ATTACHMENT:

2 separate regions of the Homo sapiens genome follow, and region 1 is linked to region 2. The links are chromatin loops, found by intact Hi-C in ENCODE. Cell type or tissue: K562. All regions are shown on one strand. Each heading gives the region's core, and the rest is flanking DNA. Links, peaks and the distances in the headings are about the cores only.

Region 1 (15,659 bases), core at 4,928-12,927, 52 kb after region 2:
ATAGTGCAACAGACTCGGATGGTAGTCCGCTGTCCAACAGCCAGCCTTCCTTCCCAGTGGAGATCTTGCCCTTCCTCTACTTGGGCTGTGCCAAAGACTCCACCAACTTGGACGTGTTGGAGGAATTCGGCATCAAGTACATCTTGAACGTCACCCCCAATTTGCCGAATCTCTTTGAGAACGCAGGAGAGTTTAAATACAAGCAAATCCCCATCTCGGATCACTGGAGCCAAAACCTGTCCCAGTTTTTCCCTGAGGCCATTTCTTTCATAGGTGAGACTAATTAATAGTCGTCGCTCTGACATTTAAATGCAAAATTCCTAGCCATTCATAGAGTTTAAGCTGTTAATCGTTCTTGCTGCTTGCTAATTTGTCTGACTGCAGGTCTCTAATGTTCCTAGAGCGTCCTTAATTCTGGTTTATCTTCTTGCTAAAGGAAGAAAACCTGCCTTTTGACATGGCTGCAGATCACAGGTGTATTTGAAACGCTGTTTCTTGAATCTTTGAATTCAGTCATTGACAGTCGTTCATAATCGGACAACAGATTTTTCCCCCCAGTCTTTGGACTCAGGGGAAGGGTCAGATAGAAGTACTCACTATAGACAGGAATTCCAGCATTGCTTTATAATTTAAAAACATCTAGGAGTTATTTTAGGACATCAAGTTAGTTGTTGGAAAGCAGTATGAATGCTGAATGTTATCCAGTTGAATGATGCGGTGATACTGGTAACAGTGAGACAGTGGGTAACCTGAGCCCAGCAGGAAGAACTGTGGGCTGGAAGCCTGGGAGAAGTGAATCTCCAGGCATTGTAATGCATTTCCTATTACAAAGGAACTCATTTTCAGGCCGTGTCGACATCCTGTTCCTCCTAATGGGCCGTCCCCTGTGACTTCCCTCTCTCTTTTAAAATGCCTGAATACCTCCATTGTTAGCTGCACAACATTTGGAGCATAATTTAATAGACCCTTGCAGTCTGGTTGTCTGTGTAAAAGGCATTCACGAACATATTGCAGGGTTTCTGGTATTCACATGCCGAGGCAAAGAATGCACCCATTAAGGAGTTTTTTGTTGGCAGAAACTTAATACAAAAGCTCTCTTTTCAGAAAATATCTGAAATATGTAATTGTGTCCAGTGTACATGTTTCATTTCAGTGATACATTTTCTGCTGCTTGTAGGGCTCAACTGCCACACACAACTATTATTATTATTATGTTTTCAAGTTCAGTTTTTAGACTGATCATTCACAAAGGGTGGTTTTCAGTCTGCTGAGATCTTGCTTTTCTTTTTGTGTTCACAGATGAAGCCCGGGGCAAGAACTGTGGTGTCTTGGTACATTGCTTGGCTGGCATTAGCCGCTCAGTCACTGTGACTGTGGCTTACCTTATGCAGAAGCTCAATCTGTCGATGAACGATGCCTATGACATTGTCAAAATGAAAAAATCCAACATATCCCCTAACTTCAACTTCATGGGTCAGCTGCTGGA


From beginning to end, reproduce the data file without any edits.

2 separate regions of the Homo sapiens genome follow, and region 1 is linked to region 2. The links are chromatin loops, found by intact Hi-C in ENCODE. Cell type or tissue: K562. All regions are shown on one strand. Each heading gives the region's core, and the rest is flanking DNA. Links, peaks and the distances in the headings are about the cores only.

Region 1 (15,659 bases), core at 4,928-12,927, 52 kb after region 2:
ATAGTGCAACAGACTCGGATGGTAGTCCGCTGTCCAACAGCCAGCCTTCCTTCCCAGTGGAGATCTTGCCCTTCCTCTACTTGGGCTGTGCCAAAGACTCCACCAACTTGGACGTGTTGGAGGAATTCGGCATCAAGTACATCTTGAACGTCACCCCCAATTTGCCGAATCTCTTTGAGAACGCAGGAGAGTTTAAATACAAGCAAATCCCCATCTCGGATCACTGGAGCCAAAACCTGTCCCAGTTTTTCCCTGAGGCCATTTCTTTCATAGGTGAGACTAATTAATAGTCGTCGCTCTGACATTTAAATGCAAAATTCCTAGCCATTCATAGAGTTTAAGCTGTTAATCGTTCTTGCTGCTTGCTAATTTGTCTGACTGCAGGTCTCTAATGTTCCTAGAGCGTCCTTAATTCTGGTTTATCTTCTTGCTAAAGGAAGAAAACCTGCCTTTTGACATGGCTGCAGATCACAGGTGTATTTGAAACGCTGTTTCTTGAATCTTTGAATTCAGTCATTGACAGTCGTTCATAATCGGACAACAGATTTTTCCCCCCAGTCTTTGGACTCAGGGGAAGGGTCAGATAGAAGTACTCACTATAGACAGGAATTCCAGCATTGCTTTATAATTTAAAAACATCTAGGAGTTATTTTAGGACATCAAGTTAGTTGTTGGAAAGCAGTATGAATGCTGAATGTTATCCAGTTGAATGATGCGGTGATACTGGTAACAGTGAGACAGTGGGTAACCTGAGCCCAGCAGGAAGAACTGTGGGCTGGAAGCCTGGGAGAAGTGAATCTCCAGGCATTGTAATGCATTTCCTATTACAAAGGAACTCATTTTCAGGCCGTGTCGACATCCTGTTCCTCCTAATGGGCCGTCCCCTGTGACTTCCCTCTCTCTTTTAAAATGCCTGAATACCTCCATTGTTAGCTGCACAACATTTGGAGCATAATTTAATAGACCCTTGCAGTCTGGTTGTCTGTGTAAAAGGCATTCACGAACATATTGCAGGGTTTCTGGTATTCACATGCCGAGGCAAAGAATGCACCCATTAAGGAGTTTTTTGTTGGCAGAAACTTAATACAAAAGCTCTCTTTTCAGAAAATATCTGAAATATGTAATTGTGTCCAGTGTACATGTTTCATTTCAGTGATACATTTTCTGCTGCTTGTAGGGCTCAACTGCCACACACAACTATTATTATTATTATGTTTTCAAGTTCAGTTTTTAGACTGATCATTCACAAAGGGTGGTTTTCAGTCTGCTGAGATCTTGCTTTTCTTTTTGTGTTCACAGATGAAGCCCGGGGCAAGAACTGTGGTGTCTTGGTACATTGCTTGGCTGGCATTAGCCGCTCAGTCACTGTGACTGTGGCTTACCTTATGCAGAAGCTCAATCTGTCGATGAACGATGCCTATGACATTGTCAAAATGAAAAAATCCAACATATCCCCTAACTTCAACTTCATGGGTCAGCTGCTGGA